Diarrhea Planet is Mature Beyond Your Wildest Dreams
Sunday at Art Bar
Diarrhea Planet | photo by Jordan Lawrence
Jordan Smith is haunted by his band Diarrhea Planet’s most popular song.
“Whenever someone comes up to us and says, ‘Yeah, I really like ‘Ghost with a Boner,’ man,” he says, aping a stoner’s slurring drawl for comedic effect, “I’m always, like, ‘Aw, dude.’”
He laughs, almost resignedly.
“We’ve done one or two tours where we’ve dropped that from the setlist entirely,” he says. “But usually people keep asking us to play it, so we haven’t been able to totally get rid of it.”
What: Diarrhea Planet
Where: Art Bar, 1211 Park St.
When: Sunday, Sept. 7, 7 p.m.
With: The Fishing Journal, fk mt., Thee Knee Jerks
Price: $7 ($5 advance)
More Info: 929-1098, artbarsc.com
Smith is in Nashville, Diarrhea Planet’s home base, preparing for yet another lengthy tour. His band, on the back of some heavy buzz from the likes of Rolling Stone and Spin, has graduated from living rooms and dives to larger clubs and some festivals. The current tour features a stop at Raleigh, North Carolina’s Hopscotch Music Festival, where Diarrhea Planet will cram itself onto Slim’s postage-stamp stage, which presents logistical issues for the outfit’s six members — four of whom are guitarists.
“Our last tour, we had talked about how we all at some point wanted to get smaller amps,” Smith says. “And we were, like, ‘Man, we’re so tired of dealing with this,’ after three years of big amps and stacking them everywhere and sound guys giving us the eye. Before they hear us, they’re like, ‘You guys better turn down,’ and we’re like, ‘Nah, it’s OK.’”
Diarrhea Planet’s success hinges on that guitar-heavy onslaught, which balances party-punk attitude with arena-sized hooks and some seriously prodigious fretwork. Each of the guitarists displays serious chops but employs a different skill set, varying from classical to pop-punk.
“Everybody has a different tone, and a different voicing, and everybody plays totally different,” Smith says.
The band formed at Belmont University in Nashville, a school with the only accredited music business program in the world (and from which Smith owns a degree). But for Diarrhea Planet, Smith says, Belmont wasn’t all it was cracked up to be: The group didn’t fit into the school’s commercial music-leaning student body, given its wild-eyed power-pop and wide-open live shows (and, yes, its absurd, scatological name). But Nashville clubs also wouldn’t book Belmont bands, Smith says — their crowds didn’t drink enough — so Diarrhea Planet honed itself in East Nashville’s basements and dive bars.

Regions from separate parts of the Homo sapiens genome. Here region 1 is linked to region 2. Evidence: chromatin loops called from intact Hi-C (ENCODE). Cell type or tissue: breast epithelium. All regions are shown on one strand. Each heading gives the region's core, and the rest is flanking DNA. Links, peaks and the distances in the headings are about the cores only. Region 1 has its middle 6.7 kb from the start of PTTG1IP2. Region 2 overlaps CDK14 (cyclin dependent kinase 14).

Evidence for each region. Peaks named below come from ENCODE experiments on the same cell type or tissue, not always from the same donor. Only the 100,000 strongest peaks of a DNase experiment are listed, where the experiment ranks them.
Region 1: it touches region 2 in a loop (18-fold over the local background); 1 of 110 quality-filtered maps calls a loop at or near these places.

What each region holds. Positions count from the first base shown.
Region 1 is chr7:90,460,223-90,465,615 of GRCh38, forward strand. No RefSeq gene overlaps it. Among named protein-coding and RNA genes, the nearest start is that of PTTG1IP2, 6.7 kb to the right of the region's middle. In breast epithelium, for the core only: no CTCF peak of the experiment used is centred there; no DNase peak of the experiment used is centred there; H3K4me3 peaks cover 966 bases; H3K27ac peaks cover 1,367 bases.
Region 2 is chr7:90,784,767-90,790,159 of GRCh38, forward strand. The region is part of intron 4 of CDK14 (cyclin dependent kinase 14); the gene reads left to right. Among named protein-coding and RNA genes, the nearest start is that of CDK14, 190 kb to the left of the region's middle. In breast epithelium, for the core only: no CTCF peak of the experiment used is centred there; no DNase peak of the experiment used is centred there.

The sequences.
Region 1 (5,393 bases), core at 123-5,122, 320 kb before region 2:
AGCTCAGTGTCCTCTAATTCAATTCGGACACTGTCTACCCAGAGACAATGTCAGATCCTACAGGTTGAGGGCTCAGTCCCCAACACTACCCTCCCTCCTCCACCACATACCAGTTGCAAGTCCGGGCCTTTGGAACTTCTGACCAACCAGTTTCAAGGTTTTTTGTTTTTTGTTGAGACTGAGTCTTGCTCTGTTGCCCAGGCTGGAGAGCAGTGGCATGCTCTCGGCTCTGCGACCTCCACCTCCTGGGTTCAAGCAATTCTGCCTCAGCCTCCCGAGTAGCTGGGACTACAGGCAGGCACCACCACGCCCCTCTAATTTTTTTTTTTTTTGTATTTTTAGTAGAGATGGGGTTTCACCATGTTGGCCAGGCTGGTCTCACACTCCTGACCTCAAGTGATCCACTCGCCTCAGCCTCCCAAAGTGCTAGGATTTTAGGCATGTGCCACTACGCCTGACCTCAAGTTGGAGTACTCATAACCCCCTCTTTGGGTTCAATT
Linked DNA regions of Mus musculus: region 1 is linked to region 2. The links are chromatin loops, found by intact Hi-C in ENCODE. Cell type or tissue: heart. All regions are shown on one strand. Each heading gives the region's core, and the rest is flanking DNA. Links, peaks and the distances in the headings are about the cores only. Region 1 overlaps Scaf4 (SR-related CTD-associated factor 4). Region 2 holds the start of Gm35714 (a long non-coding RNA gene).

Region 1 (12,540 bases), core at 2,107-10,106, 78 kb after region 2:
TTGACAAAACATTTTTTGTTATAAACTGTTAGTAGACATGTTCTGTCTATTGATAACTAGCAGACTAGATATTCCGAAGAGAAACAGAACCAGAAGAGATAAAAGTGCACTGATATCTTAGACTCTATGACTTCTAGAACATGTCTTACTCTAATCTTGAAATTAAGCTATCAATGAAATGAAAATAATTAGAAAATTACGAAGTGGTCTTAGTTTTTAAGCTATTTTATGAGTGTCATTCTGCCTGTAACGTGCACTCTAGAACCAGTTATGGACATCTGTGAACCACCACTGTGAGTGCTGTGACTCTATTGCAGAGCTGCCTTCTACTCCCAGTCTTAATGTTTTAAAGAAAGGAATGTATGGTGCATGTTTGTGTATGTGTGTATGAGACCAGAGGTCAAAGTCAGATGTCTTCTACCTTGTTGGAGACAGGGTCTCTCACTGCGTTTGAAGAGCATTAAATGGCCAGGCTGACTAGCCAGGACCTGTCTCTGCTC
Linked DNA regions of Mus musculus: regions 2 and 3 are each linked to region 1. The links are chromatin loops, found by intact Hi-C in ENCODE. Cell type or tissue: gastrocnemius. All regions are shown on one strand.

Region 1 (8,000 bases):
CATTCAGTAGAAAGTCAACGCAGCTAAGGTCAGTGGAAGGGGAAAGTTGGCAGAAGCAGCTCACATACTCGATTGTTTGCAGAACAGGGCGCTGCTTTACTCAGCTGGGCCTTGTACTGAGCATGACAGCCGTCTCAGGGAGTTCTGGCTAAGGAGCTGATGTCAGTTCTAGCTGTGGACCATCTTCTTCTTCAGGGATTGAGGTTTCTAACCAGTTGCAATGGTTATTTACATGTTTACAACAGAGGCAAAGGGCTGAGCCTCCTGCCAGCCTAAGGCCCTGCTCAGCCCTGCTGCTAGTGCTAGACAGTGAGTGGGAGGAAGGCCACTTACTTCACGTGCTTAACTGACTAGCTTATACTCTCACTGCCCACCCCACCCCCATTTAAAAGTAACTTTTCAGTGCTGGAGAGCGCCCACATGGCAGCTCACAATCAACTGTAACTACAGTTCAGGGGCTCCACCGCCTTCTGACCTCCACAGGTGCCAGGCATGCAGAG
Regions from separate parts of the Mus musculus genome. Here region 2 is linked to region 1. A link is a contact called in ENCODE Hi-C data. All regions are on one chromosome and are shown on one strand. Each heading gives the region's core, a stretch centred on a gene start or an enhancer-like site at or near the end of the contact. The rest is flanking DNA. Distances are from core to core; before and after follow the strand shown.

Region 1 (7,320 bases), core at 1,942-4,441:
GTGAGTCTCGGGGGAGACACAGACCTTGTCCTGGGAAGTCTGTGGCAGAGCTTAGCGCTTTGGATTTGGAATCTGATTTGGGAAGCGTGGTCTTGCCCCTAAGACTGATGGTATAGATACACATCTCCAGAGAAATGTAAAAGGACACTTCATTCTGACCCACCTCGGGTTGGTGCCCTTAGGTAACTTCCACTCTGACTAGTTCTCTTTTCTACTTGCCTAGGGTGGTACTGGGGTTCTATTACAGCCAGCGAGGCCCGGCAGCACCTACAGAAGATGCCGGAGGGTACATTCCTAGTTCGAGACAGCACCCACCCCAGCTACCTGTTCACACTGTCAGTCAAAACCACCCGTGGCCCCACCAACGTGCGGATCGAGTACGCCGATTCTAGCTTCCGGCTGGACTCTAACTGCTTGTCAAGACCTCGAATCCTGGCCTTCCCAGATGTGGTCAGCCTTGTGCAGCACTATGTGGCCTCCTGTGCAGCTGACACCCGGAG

“You have to be pretending you’re something else constantly,” Smith says of Belmont; Diarrhea Planet wasn’t having it. “We were like, ‘Well, we’re doing this the way we want to do it, and whoever wants to get on board, can.’”
Diarrhea Planet doesn’t pretend to be anything other than a rock band, but its goofy name shouldn’t imply that it is in any way a joke; the group’s focus on musical proficiency aids surprisingly deep songs. That blend of fist-pumping riffs and emotional catharsis reaches its apex on last year’s superlative I’m Rich Beyond Your Wildest Dreams, its hook-crammed explosions drawing from deep wells of loss and disillusionment. “Babyhead” finds Smith pining for a girl he can never have over a swaggering Cheap Trick riff that resolves into a swelling end that recalls The Who’s “Baba O’Riley.” As harmonized guitar leads surround driving riffs in “The Sound of My Ceiling Fan,” Smith wonders if he might be wasting his life. “Kids” is a slow-burning torch song that touches on the poignancy of growing up too fast; it progresses with subtletly and patience before it explodes into a surging coda led by three-part tapped-guitar harmonies.
Even “Ghost with a Boner,” from Diarrhea Planet’s earliest EP, touches on crushing post-collegiate ennui: “Drinking my beer / and bitching,” Smith howls in the song’s second verse, as if at a party but feeling totally miserable.
“It’s our most popular song, probably by far, but it’s just like, dude, that’s not even a real song,” Smith laughs. “We’ve got other stuff that’s, like, real music.”